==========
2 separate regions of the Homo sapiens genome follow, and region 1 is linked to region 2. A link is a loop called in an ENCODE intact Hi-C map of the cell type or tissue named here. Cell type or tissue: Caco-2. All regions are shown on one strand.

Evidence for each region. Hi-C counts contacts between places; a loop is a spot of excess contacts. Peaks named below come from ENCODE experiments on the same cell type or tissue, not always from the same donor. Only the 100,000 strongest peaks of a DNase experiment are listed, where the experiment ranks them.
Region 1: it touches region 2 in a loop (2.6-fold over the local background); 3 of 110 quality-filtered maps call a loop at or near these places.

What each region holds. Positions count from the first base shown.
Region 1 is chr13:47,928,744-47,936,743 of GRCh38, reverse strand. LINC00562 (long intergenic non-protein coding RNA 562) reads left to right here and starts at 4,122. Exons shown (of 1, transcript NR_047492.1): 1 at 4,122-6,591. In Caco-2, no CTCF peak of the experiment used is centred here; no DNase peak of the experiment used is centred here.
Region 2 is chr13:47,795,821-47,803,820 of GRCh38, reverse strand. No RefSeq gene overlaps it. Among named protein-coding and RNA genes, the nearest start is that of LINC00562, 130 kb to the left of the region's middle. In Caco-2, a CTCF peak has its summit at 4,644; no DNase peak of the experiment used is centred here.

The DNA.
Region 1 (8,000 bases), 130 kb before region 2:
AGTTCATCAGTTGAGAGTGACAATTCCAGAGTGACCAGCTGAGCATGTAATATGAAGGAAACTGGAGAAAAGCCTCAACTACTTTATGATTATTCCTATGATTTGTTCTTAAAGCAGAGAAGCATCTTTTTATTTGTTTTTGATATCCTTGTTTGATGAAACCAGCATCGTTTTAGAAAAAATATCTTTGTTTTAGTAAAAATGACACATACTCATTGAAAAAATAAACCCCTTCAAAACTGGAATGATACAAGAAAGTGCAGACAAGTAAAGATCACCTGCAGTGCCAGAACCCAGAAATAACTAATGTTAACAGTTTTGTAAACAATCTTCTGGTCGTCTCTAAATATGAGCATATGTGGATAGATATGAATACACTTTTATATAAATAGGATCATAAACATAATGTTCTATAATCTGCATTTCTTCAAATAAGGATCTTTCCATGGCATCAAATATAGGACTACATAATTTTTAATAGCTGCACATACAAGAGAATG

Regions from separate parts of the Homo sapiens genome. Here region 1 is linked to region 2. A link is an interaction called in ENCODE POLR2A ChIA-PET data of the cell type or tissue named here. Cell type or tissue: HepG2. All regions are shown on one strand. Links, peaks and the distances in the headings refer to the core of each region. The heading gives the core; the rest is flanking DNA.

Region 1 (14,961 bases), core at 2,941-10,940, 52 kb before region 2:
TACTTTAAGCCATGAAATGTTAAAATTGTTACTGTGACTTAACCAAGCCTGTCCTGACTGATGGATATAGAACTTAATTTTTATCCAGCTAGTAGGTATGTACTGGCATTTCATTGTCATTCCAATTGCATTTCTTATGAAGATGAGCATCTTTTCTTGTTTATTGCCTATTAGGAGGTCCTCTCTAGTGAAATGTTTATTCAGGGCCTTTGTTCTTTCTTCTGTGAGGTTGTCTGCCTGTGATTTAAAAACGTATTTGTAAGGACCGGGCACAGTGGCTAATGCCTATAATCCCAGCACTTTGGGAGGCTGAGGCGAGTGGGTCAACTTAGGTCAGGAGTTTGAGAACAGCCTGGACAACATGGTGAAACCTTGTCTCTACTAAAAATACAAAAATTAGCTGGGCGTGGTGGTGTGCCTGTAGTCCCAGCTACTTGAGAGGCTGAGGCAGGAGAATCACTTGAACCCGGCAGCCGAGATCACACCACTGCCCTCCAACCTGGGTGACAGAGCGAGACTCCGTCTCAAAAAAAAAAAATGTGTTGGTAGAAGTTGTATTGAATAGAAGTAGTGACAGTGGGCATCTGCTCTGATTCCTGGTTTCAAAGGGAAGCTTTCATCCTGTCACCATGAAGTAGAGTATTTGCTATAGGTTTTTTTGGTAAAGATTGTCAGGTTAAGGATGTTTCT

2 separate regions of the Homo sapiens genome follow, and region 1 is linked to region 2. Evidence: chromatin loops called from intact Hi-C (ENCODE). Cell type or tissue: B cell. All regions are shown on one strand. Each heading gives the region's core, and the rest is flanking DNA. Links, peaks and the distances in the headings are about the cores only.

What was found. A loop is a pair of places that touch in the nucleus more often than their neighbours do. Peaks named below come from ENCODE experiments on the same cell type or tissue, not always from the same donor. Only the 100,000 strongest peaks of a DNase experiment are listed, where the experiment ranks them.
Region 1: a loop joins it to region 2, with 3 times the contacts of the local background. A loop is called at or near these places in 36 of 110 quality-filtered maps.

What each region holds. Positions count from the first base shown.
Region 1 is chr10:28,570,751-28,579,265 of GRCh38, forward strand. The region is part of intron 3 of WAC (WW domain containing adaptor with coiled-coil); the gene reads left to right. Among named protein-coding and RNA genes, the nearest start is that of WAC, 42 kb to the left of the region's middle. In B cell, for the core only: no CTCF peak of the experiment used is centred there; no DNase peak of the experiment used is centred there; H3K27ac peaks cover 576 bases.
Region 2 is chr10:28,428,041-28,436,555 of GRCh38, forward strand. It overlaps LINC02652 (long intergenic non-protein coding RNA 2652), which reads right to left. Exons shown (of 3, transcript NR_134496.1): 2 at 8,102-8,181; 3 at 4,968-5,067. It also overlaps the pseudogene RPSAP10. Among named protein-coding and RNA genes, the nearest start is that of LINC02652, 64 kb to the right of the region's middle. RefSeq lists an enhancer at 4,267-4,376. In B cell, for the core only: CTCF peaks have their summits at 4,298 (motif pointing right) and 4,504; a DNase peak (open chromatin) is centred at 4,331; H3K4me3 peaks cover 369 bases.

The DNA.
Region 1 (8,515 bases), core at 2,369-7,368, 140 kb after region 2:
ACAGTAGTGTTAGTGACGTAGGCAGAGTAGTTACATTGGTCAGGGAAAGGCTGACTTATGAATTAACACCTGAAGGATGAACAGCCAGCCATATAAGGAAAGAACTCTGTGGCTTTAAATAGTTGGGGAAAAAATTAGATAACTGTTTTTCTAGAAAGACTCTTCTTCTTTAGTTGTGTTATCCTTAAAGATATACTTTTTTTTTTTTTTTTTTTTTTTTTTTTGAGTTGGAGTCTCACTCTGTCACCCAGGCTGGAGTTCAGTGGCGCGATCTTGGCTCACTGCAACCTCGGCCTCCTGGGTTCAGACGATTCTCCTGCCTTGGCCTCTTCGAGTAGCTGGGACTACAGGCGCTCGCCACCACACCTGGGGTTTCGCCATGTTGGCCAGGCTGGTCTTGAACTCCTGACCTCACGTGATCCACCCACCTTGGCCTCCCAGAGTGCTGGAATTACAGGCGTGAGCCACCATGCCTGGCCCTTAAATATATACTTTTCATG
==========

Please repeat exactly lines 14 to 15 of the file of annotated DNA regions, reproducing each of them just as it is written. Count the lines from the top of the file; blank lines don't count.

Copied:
What was found. A loop is a pair of places that touch in the nucleus more often than their neighbours do. Peaks named below come from ENCODE experiments on the same cell type or tissue, not always from the same donor. Only the 100,000 strongest peaks of a DNase experiment are listed, where the experiment ranks them.
Region 1: a loop joins it to region 2, with 3 times the contacts of the local background. A loop is called at or near these places in 36 of 110 quality-filtered maps.